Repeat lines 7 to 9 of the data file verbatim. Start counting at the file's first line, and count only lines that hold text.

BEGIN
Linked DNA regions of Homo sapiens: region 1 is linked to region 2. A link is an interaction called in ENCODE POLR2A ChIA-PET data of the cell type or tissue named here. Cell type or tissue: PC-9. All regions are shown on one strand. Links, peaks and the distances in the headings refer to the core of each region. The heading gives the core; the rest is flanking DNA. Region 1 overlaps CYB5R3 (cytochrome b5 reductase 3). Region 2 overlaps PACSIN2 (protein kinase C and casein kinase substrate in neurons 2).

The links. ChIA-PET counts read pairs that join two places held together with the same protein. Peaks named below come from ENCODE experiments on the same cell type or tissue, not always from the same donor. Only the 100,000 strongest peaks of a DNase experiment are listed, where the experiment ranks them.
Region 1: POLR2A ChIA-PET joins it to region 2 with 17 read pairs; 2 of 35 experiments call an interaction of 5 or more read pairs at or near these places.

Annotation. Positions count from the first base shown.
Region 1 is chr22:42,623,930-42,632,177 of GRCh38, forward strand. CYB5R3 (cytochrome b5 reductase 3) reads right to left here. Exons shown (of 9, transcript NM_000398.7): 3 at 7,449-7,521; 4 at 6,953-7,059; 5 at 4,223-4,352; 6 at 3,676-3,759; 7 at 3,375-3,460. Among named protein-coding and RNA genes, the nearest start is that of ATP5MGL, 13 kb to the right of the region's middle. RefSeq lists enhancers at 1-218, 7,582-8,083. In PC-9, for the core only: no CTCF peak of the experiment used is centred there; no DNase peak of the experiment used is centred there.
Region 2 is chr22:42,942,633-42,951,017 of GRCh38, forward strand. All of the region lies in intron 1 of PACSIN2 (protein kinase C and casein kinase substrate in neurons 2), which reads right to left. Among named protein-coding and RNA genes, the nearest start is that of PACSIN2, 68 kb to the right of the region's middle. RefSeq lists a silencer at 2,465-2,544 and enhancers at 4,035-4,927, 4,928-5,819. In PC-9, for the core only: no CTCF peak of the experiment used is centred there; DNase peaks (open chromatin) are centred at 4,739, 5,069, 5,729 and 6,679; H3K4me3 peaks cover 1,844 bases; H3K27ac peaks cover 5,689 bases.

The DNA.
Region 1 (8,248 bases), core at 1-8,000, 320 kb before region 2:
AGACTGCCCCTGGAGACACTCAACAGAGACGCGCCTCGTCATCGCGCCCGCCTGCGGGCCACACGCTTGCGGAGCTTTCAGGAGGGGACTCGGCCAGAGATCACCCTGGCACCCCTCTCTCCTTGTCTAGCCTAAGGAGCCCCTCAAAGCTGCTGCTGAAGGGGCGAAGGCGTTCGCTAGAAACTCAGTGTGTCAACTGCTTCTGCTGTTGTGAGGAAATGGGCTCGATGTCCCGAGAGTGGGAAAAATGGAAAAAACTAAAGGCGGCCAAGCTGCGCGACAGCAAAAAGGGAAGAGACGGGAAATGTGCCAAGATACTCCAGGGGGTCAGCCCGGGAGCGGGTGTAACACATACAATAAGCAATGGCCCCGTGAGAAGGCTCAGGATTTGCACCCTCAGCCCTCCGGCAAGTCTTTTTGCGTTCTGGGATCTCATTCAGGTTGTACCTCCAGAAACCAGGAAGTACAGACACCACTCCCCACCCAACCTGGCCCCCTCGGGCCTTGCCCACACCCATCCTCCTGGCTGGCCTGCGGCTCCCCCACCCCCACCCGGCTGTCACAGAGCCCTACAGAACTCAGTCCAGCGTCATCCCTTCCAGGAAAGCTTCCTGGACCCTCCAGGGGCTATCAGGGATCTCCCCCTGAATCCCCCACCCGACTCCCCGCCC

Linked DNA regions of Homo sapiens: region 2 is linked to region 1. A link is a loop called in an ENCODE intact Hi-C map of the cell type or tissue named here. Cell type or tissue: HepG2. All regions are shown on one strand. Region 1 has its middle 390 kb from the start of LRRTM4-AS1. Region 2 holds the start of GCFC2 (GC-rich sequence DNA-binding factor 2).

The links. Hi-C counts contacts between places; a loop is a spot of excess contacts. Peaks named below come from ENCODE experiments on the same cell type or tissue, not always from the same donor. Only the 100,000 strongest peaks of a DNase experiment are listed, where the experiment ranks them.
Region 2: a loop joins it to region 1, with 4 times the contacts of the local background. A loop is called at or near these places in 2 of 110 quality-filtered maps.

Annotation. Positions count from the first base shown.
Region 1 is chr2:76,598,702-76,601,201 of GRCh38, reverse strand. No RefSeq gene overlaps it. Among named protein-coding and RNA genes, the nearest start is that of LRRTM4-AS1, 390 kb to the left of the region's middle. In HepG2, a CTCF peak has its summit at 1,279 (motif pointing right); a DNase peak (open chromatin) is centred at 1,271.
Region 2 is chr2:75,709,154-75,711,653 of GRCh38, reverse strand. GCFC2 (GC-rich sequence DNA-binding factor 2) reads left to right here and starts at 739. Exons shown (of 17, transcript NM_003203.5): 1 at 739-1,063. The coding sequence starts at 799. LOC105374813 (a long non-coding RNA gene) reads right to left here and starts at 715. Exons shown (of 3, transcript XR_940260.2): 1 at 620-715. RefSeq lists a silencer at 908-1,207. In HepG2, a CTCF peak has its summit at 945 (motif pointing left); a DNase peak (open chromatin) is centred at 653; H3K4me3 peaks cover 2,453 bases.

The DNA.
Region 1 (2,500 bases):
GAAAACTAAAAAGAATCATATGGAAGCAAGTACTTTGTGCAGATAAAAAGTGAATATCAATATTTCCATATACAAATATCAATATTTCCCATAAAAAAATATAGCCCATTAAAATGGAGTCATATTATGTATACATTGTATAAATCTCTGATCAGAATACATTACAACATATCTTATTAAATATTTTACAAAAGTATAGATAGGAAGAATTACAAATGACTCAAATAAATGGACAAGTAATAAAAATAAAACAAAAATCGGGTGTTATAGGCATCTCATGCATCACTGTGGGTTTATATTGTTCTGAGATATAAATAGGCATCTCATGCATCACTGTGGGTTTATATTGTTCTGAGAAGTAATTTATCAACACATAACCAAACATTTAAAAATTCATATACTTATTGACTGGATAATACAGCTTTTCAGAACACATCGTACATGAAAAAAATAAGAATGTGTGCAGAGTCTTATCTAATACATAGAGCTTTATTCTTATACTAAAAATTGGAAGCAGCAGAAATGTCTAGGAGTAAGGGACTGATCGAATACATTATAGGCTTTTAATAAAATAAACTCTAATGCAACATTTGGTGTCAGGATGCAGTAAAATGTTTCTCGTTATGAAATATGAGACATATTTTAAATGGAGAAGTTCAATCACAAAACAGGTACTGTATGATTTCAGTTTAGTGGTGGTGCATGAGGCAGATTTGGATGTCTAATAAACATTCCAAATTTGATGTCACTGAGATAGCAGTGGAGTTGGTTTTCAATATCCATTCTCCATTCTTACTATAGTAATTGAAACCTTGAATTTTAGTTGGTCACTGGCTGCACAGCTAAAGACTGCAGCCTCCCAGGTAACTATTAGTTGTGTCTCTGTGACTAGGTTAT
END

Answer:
The DNA.
Region 1 (8,248 bases), core at 1-8,000, 320 kb before region 2:
AGACTGCCCCTGGAGACACTCAACAGAGACGCGCCTCGTCATCGCGCCCGCCTGCGGGCCACACGCTTGCGGAGCTTTCAGGAGGGGACTCGGCCAGAGATCACCCTGGCACCCCTCTCTCCTTGTCTAGCCTAAGGAGCCCCTCAAAGCTGCTGCTGAAGGGGCGAAGGCGTTCGCTAGAAACTCAGTGTGTCAACTGCTTCTGCTGTTGTGAGGAAATGGGCTCGATGTCCCGAGAGTGGGAAAAATGGAAAAAACTAAAGGCGGCCAAGCTGCGCGACAGCAAAAAGGGAAGAGACGGGAAATGTGCCAAGATACTCCAGGGGGTCAGCCCGGGAGCGGGTGTAACACATACAATAAGCAATGGCCCCGTGAGAAGGCTCAGGATTTGCACCCTCAGCCCTCCGGCAAGTCTTTTTGCGTTCTGGGATCTCATTCAGGTTGTACCTCCAGAAACCAGGAAGTACAGACACCACTCCCCACCCAACCTGGCCCCCTCGGGCCTTGCCCACACCCATCCTCCTGGCTGGCCTGCGGCTCCCCCACCCCCACCCGGCTGTCACAGAGCCCTACAGAACTCAGTCCAGCGTCATCCCTTCCAGGAAAGCTTCCTGGACCCTCCAGGGGCTATCAGGGATCTCCCCCTGAATCCCCCACCCGACTCCCCGCCC